As I said why spread a lie about a drug when the truth is much more powerful. Ivemectin is a very effective drug, that is not recommend in the treatment of Sars-Covid19. The lie is to call it a horse drug. Or the lie of letting that statement stand, when it is simply untrue.

                      No, you did not say what I called out as a lie, you just went for abuse, and got the response from me you knew you'd get. So I apologise for losing my rag.

                    • Incognito []

                      So, you don’t hesitate to use the term “dumb ass” on others, but you cannot handle it when I call out your assertion about the Nobel Prize for ivermectin using the exact same label!? Here it is (https://thestandard.org.nz/daily-review-08-03-2022/#comment-1873393), so that you can re-read your own “dumb ass” comment again and refresh your memory. I hope the light will come on this time, but I can’t be sure.

                      Secondly, the Nobel Prize is irrelevant in the context of Covid-19. The price and being off-patent are also irrelevant, for Covid-19 and for a Nobel Prize.

                      Thirdly, if the so-called ‘lie’ that you accused me of is calling it “a horse drug” then indeed, you cannot point to when & where I said that because I did not and have not. You appear to apologise for that but then you also accuse me of “misrepresenting” you. I won’t ask for clarification because all you’re capable of is ranting and talking mostly nonsense.

                      Stop digging a hole of accusations about lies and misrepresentations.

                    • adam

                      Already always listening from you again Incognito.

                      When you say horse drug, all you are doing is ending the conversation , unless wankers like me point it out. You have banned many for doing exactly that, me even at some point.

                      Why the double standard because of Sars-Covid19? How is it helpful to let that role?

                      Not sure why you keep going about Sars-Covid19, my point was about a useful drug, so please stop do me the curtsy of not putting words in my mouth, and please look at you second comment.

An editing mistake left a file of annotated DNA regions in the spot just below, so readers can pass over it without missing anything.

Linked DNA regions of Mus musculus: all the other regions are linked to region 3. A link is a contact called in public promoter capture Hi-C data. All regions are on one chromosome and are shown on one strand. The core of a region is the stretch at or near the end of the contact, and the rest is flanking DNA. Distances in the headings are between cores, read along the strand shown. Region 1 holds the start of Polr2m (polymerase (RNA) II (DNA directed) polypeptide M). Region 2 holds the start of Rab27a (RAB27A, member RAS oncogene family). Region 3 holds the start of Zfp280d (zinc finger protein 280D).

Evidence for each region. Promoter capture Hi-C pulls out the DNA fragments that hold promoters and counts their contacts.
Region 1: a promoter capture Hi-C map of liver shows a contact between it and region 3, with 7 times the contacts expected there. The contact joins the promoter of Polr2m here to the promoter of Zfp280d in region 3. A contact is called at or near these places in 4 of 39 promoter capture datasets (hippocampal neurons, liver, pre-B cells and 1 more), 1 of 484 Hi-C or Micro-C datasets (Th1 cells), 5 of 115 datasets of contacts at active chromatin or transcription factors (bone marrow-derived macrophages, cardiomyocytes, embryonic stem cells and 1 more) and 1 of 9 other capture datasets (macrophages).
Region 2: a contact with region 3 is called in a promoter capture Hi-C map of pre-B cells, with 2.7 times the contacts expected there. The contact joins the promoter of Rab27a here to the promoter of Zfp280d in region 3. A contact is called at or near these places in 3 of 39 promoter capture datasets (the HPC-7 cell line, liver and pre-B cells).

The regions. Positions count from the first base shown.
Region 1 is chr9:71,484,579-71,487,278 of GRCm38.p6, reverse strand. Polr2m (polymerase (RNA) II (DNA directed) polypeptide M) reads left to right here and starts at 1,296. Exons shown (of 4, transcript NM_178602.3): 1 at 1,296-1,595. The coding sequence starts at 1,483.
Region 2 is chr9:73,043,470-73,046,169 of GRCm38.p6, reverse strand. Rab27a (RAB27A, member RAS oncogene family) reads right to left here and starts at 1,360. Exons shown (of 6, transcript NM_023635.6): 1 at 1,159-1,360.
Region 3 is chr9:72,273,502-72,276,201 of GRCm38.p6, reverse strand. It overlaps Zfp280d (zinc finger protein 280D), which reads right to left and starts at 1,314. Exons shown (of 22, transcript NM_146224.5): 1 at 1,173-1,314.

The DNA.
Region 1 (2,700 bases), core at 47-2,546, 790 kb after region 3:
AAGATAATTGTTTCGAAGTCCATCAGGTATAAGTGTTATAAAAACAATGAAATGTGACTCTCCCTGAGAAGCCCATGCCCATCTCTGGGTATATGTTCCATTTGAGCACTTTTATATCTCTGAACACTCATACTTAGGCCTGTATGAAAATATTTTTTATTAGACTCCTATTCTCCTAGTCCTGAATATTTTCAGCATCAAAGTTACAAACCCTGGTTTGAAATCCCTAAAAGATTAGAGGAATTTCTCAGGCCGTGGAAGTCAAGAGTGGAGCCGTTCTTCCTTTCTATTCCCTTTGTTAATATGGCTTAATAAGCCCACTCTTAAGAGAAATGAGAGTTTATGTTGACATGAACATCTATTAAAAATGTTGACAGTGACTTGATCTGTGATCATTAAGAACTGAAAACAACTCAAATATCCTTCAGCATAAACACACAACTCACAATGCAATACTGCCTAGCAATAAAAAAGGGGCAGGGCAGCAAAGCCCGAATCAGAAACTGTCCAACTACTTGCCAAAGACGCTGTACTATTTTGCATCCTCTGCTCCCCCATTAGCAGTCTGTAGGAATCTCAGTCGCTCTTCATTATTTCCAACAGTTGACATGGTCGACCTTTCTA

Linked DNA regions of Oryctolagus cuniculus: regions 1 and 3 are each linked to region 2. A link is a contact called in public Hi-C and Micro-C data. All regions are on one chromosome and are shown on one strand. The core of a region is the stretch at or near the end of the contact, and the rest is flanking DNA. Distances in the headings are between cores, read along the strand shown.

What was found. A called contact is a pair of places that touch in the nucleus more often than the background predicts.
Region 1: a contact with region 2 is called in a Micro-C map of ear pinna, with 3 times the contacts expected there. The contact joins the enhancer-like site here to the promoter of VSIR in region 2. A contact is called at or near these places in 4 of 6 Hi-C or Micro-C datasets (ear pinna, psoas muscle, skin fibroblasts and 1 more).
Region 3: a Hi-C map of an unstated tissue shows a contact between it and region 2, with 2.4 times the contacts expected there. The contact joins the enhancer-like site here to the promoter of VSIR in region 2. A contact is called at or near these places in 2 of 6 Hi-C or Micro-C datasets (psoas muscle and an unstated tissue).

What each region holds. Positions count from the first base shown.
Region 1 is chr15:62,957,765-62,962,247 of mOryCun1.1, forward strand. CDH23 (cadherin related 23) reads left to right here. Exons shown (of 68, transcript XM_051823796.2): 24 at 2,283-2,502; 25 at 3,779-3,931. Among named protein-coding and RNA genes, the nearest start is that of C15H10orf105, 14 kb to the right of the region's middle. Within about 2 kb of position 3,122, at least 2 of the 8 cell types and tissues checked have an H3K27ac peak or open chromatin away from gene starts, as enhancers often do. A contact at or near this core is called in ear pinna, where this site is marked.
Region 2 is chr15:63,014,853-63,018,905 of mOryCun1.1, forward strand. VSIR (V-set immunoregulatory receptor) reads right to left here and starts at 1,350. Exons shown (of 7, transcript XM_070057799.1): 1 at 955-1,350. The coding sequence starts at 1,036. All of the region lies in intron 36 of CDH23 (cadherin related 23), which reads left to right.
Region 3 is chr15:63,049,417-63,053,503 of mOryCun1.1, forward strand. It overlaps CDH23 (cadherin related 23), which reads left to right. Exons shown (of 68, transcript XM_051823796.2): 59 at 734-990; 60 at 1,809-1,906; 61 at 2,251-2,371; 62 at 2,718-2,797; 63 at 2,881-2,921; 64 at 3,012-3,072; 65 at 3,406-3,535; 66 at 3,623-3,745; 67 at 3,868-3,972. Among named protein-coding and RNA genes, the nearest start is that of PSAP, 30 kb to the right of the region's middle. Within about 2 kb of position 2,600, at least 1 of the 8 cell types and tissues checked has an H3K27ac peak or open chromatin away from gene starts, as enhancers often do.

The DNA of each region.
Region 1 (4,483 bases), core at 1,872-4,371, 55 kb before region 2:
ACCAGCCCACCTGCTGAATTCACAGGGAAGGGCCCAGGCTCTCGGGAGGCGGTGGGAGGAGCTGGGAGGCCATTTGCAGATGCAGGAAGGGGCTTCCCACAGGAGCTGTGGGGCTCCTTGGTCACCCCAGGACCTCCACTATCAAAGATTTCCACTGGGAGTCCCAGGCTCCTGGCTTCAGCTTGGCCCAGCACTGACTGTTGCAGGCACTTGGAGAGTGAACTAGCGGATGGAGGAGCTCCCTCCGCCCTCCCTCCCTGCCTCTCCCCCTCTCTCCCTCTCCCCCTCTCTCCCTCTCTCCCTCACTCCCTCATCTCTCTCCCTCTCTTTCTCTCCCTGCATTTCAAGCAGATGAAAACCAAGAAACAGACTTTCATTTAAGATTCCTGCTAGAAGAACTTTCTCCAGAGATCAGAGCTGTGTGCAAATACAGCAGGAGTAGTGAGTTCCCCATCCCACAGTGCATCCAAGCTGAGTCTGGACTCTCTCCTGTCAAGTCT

“No point backing up when you’ve gone over the cliff’s edge and don’t even realise that you’re in freefall.”

                      Sure I can handle the abuse, but the second comment from you was just bullshit, and an apology would be nice.

                      [It’s a real pity that you edited your comment after 8 minutes and changed it completely into yet another tirade of false accusations and pitiful victimhood because you’re now being moderated.

                      I started to engage with you in this sad thread here (https://thestandard.org.nz/daily-review-08-03-2022/#comment-1873422) about your dumb ass comment about your dumb ass reason why ivermectin won the Nobel Prize and said nothing about horses. (NB a drug cannot actually win the Nobel Prize, but we can get the meaning) This is the point that you’re not grasping and yet you’re bleating on about wanting an apology from me!?

                      You did it again, so I ask you again when & where I called ivermectin a “horse drug” to try ending the conversation. Unless you can point to a comment of mine in which I did exactly that you’d better stop and stay quiet or face the consequence. You’ve been warned – Incognito]

                    • Incognito []

                      Mod note for you.

                    • adam

                      read note

                • roblogic

                  That is an excellent wiki page, I suggest you read the whole thing

                  • adam

                    So if you think it's a good piece are you going to withdraw you comment "horse treatment"?

                    It's a very good drug which has helped a lot of people.

                    By the way for incognito, because he on his whole mr assumption man shitfuckery. I'm defending the drug as a extremely useful drug for the treatment of parasites. And all the good it has done in the global south, if he had actually bothered with the link he would notice I picked that link because I'm not saying it helps with Sars-Covid19 – but what is it about assumptions and such like…

                    • roblogic

                      The original comment (#10 above) is about a Dr. John Campbell video where he unambiguously claims that

                      "Follow the evidence, wherever it leads

                      Treatment with Ivermectin Is Associated with Decreased Mortality in COVID-19 Patients: Analysis"

                      Start your own thread if you want to change the subject.

                    • adam

                      So you going to stick with the lie it's nothing but a horse drug.

                      What a hill to die on. Who gives a dam about the lies we tell that hurt the global south.

                    • Drowsy M. Kram

                      Adam, imho no-one in this thread has been questioning the utility of ivermectin as a broad-spectrum anti-parasitic agent. And some of the anti-viral and anti-bacterial properties it displays in vitro suggest that it might be clinically useful against more than just parasites.